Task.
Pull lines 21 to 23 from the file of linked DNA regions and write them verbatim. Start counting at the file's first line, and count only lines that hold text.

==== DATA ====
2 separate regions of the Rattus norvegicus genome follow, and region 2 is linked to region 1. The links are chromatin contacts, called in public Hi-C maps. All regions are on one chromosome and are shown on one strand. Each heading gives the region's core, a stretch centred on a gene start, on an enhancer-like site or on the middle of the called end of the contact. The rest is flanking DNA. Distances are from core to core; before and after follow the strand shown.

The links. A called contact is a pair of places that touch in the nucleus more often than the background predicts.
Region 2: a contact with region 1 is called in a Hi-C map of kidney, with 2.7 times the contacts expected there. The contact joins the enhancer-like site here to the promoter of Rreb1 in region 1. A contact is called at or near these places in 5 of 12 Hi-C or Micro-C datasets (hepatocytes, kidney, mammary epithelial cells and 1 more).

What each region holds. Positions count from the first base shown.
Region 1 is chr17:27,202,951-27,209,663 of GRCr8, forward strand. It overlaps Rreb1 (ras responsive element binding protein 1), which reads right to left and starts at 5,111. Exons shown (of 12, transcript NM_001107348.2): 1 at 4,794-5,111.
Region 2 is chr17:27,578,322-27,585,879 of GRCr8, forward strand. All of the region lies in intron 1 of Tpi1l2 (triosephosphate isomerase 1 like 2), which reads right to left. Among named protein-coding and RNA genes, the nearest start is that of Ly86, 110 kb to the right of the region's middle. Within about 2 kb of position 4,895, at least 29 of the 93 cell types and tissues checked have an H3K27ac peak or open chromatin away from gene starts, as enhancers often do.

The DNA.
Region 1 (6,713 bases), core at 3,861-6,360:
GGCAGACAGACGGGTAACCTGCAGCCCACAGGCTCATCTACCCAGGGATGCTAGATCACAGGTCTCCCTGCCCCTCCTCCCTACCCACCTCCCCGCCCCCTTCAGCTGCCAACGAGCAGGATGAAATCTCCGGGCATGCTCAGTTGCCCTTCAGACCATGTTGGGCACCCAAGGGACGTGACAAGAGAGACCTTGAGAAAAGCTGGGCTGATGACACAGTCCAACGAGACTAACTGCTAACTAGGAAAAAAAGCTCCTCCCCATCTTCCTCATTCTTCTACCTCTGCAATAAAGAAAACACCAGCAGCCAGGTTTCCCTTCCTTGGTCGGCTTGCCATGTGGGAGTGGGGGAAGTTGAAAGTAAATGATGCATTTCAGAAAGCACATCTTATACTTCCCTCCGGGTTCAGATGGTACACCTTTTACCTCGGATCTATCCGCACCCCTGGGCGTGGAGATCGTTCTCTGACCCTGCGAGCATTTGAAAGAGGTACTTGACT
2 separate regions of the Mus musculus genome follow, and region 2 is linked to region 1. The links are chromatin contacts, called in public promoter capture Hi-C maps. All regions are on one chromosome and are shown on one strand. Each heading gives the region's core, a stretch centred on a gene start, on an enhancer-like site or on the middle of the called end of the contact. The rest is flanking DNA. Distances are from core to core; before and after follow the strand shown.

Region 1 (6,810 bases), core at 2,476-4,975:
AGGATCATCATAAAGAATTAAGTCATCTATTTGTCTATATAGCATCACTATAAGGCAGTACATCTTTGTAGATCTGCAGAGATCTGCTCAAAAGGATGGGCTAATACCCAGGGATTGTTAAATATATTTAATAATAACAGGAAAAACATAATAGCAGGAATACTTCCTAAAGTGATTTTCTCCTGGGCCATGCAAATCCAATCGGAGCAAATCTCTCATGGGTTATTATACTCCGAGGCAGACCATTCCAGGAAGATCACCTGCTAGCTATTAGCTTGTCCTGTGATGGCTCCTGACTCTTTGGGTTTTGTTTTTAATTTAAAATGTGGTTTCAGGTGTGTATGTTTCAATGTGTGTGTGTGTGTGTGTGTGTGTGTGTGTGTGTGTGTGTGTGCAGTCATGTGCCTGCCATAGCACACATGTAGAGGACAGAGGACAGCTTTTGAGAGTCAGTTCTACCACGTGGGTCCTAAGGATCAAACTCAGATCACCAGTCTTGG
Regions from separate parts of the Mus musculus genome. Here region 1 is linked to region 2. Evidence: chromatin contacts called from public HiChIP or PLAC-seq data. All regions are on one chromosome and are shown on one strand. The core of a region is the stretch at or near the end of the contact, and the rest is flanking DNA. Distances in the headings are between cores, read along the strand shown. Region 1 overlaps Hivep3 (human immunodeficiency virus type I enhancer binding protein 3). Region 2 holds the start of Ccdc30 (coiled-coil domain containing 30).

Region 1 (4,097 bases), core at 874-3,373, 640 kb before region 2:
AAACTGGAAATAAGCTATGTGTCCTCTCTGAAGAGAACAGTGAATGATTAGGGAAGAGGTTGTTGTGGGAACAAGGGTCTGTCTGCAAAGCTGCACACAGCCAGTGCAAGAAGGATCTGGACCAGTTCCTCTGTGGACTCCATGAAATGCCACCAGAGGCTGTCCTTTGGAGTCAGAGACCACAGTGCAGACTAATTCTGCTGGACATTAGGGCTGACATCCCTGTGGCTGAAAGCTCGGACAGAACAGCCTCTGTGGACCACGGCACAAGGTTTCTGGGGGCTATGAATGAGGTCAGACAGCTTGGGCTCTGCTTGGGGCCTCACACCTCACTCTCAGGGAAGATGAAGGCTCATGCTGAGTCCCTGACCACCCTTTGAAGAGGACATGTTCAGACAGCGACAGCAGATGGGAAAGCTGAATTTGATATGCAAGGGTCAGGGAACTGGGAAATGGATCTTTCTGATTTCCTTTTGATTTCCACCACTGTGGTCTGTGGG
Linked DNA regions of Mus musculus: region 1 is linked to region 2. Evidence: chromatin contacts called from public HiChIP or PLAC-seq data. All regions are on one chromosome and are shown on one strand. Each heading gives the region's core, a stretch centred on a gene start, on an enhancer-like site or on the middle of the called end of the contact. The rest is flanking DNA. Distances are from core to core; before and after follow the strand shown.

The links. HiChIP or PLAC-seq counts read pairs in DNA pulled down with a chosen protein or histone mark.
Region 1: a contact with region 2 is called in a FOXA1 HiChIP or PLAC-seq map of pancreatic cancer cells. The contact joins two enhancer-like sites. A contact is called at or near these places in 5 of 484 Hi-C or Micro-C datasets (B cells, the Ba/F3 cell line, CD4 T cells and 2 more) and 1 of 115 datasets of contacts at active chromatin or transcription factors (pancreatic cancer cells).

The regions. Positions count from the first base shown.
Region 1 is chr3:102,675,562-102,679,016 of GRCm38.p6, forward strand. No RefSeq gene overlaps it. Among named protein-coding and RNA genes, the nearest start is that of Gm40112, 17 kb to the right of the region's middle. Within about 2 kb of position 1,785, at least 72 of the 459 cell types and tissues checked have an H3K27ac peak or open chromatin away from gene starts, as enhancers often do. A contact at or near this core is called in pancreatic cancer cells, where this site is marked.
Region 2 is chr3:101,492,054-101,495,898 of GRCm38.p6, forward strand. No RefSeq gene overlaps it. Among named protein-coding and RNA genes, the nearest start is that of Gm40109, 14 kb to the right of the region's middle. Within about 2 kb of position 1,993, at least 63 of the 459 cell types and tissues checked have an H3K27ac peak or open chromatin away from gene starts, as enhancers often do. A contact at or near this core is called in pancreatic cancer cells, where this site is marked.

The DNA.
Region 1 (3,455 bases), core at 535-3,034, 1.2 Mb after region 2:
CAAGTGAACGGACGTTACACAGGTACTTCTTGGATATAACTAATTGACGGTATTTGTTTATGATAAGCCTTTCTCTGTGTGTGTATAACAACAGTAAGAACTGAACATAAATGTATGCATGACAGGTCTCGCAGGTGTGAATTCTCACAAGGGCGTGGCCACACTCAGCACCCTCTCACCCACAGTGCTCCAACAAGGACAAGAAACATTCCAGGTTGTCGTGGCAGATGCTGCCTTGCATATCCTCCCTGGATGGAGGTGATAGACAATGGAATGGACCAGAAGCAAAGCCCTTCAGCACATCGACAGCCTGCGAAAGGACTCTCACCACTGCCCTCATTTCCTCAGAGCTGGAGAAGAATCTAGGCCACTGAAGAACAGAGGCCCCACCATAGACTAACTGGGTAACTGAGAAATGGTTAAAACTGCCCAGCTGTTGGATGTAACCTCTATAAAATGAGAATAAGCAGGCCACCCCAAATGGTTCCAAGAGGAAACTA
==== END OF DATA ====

Region 2 is chr3:101,492,054-101,495,898 of GRCm38.p6, forward strand. No RefSeq gene overlaps it. Among named protein-coding and RNA genes, the nearest start is that of Gm40109, 14 kb to the right of the region's middle. Within about 2 kb of position 1,993, at least 63 of the 459 cell types and tissues checked have an H3K27ac peak or open chromatin away from gene starts, as enhancers often do. A contact at or near this core is called in pancreatic cancer cells, where this site is marked.

The DNA.
Region 1 (3,455 bases), core at 535-3,034, 1.2 Mb after region 2: